The Phaserl


Here’s Why Trump Is Talking About Breaking Up the Biggest Wall Street Banks

by Pam Martens and Russ Martens, Wall Street On Parade:

Yesterday, Bloomberg News reporters Jennifer Jacobs and Margaret Talev snagged an interview with President Donald Trump.

Headlines quickly spread that during the interview Trump had indicated he was looking at breaking up the biggest Wall Street banks (so that commercial banks holding taxpayer-backstopped deposits were no longer under the same ownership as the high-risk investment banks which had failed so spectacularly during the 2008 financial crash).

Bloomberg News has now released a transcript of the interview. The portion pertaining to the Wall Street banks reads as follows:

BLOOMBERG NEWS: Should we break up the big banks? Do you support that?

TRUMP: I’m looking at that right — I didn’t know this one was going to be brought up. But we are looking at that.

There are — you know, some people that want to go back to the old system, right? So we’re going to look at that. We’re going to — we’re looking at it right now as we speak.

And Dodd-Frank is — is going to be very, very seriously changed so the banks can go back to loaning money.

The “old system” that Trump is referring to is the legislation known as the Glass-Steagall Act. Congress passed the legislation on June 16, 1933 following a period of unprecedented commercial bank failures in the wake of the 1929 stock market crash. Many of the failures could be traced to the banks’ involvement in trading activities on Wall Street using depositor funds. The legislation created Federal insurance on bank deposits to restore confidence in the nation’s banks while also banning banks taking insured deposits from owning stock trading/underwriting firms. The U.S. financial system was safeguarded under this separation for 66 years until the Bill Clinton administration repealed the Act in 1999 with pressure from Citigroup.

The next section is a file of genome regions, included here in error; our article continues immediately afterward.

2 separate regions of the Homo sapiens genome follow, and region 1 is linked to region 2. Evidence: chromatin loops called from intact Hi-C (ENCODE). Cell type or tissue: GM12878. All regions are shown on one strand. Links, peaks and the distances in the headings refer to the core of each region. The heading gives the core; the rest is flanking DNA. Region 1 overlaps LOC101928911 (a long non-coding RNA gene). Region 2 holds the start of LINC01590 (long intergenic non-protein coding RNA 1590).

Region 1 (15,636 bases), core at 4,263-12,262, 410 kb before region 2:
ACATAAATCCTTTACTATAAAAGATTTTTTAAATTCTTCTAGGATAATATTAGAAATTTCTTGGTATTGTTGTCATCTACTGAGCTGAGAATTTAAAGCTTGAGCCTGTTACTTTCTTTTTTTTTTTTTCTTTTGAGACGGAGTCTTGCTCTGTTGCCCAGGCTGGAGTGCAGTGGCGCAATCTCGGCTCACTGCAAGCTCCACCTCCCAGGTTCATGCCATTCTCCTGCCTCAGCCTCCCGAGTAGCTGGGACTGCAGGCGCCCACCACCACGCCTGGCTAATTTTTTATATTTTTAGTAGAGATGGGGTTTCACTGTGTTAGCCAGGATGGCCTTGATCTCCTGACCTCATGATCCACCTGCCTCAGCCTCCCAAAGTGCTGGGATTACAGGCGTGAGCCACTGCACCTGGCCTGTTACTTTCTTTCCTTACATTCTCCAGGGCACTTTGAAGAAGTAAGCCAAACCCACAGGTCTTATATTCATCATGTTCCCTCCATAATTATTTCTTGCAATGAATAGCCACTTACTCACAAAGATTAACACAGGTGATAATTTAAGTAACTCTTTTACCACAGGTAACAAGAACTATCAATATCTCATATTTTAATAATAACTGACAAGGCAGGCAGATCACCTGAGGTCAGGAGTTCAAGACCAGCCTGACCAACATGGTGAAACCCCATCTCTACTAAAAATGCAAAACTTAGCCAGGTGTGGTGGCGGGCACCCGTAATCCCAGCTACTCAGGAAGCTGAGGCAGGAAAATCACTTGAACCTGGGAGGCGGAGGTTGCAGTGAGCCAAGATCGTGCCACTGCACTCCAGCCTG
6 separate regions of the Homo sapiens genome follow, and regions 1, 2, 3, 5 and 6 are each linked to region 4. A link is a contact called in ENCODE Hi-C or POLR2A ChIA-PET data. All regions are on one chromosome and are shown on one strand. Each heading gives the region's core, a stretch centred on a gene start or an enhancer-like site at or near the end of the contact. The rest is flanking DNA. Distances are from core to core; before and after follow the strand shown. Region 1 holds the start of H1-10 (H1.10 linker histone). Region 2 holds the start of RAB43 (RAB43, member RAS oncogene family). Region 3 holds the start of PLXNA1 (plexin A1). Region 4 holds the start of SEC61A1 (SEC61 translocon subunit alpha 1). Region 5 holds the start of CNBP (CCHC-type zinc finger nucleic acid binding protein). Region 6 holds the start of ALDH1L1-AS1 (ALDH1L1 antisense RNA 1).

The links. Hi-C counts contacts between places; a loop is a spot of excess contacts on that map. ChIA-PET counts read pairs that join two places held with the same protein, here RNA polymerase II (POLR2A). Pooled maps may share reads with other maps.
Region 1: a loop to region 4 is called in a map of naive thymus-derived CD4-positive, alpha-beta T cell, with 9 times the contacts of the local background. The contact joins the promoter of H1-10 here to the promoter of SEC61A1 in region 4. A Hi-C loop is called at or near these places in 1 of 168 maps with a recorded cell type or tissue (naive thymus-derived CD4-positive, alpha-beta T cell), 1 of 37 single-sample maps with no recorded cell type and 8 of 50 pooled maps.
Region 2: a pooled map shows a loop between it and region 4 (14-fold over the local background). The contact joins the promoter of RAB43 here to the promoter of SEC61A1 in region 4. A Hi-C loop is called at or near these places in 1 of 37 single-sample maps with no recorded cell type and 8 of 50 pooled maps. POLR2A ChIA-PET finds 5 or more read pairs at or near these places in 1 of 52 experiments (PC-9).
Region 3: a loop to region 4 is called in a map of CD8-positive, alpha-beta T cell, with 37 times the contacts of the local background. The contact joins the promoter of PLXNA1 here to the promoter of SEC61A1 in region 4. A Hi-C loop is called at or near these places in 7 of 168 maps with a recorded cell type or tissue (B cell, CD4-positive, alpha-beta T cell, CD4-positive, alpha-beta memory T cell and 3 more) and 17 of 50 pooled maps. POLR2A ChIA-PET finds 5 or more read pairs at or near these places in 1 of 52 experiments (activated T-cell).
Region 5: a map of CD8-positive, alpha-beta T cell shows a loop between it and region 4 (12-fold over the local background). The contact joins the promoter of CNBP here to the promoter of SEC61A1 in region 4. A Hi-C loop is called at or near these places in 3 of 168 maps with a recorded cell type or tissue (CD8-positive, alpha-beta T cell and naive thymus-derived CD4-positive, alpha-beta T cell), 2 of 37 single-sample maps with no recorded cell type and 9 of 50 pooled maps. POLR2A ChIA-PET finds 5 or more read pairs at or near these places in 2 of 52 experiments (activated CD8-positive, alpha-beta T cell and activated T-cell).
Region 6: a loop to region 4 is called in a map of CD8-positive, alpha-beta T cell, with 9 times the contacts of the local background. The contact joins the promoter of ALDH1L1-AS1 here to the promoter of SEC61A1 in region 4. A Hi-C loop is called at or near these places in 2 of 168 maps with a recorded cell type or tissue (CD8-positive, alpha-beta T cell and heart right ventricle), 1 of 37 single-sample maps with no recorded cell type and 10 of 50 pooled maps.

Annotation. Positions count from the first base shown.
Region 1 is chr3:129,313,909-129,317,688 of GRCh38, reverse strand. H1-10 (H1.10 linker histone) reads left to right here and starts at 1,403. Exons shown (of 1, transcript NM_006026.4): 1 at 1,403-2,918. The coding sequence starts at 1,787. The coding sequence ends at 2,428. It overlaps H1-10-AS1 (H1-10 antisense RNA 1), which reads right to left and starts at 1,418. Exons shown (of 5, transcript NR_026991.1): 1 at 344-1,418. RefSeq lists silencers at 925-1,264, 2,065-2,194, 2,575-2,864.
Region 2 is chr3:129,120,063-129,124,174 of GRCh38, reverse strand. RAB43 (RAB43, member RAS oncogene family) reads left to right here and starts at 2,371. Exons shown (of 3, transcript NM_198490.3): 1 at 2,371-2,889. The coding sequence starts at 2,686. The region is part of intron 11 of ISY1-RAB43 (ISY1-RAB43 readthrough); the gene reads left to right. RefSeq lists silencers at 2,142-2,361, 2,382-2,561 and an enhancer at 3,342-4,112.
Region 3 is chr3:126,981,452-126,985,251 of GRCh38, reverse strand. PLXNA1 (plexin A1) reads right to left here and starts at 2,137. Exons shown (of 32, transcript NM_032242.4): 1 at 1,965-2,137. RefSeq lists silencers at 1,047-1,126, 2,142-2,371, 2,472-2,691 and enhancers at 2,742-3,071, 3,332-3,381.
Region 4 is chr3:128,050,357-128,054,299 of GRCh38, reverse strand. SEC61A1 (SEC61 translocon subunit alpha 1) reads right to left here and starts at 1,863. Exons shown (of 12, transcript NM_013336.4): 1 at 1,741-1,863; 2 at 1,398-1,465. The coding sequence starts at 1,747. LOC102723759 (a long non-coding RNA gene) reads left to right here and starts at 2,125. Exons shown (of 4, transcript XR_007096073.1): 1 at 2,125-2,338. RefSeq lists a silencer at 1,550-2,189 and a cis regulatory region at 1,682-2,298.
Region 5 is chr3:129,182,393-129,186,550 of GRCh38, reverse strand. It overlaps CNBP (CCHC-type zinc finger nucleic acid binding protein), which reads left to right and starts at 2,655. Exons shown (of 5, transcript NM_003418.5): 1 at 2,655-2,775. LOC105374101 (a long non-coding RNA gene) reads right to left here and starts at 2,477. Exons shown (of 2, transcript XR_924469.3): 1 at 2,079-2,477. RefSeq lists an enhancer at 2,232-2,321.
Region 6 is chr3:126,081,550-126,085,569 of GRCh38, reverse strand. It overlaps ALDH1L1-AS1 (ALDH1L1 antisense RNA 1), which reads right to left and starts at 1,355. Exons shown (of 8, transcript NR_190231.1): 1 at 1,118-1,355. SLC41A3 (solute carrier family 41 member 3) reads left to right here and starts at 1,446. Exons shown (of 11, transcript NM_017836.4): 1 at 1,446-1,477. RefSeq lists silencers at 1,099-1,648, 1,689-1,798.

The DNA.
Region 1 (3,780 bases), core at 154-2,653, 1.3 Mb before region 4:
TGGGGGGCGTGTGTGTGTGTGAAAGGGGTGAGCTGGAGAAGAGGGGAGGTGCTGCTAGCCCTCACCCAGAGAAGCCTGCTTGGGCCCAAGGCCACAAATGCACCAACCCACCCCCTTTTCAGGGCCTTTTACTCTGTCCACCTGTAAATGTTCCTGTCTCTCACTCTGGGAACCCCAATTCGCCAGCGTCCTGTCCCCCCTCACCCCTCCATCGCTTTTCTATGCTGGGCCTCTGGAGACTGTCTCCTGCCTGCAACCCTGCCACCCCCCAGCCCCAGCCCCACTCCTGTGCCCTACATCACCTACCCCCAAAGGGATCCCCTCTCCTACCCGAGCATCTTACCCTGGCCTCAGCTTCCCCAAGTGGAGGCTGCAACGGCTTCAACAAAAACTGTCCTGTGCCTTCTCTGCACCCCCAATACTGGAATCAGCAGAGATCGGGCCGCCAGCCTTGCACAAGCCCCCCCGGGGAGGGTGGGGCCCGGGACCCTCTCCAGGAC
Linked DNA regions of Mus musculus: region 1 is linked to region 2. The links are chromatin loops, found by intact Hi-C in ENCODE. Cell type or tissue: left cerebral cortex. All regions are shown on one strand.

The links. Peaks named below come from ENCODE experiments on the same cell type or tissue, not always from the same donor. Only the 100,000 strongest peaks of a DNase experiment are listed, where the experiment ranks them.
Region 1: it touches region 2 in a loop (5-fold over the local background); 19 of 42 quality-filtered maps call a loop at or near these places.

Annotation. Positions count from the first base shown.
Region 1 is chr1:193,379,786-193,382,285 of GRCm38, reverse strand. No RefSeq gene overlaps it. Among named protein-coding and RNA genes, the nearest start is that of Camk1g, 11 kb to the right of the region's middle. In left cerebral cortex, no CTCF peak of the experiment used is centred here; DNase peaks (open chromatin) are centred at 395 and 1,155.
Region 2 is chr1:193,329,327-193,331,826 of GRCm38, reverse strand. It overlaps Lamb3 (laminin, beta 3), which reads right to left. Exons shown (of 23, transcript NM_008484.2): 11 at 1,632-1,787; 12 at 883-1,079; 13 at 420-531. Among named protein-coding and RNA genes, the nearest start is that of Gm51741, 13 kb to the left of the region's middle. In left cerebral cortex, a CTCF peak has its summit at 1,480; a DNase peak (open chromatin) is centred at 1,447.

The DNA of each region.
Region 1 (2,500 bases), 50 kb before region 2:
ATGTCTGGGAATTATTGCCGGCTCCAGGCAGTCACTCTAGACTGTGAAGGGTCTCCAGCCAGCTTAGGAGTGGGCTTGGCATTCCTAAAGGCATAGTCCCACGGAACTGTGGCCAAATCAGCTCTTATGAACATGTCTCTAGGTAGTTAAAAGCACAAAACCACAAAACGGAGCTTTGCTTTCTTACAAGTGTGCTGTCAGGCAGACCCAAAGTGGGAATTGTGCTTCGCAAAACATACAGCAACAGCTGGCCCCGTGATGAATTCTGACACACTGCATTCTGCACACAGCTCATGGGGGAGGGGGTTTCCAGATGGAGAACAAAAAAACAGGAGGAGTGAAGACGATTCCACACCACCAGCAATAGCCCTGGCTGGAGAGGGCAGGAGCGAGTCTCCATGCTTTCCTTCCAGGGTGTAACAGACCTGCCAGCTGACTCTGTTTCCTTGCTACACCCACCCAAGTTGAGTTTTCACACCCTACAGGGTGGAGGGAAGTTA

While Citigroup’s subsequent epic meltdown was the poster child for bank hubris in the 2008 crash, the Bank of United States assumed that role after the ’29 crash. When Bank of United States collapsed in December 1930, it was the fourth largest depositor bank in New York City, holding $268 million for over 400,000 small time depositors. It constituted the largest banking collapse in the nation’s history at that point.

The name of the bank, suggesting it had U.S. government backing, which it did not, fueled further bank panics when it closed its doors and locked out depositors. There was no Federal deposit insurance in place at that time.

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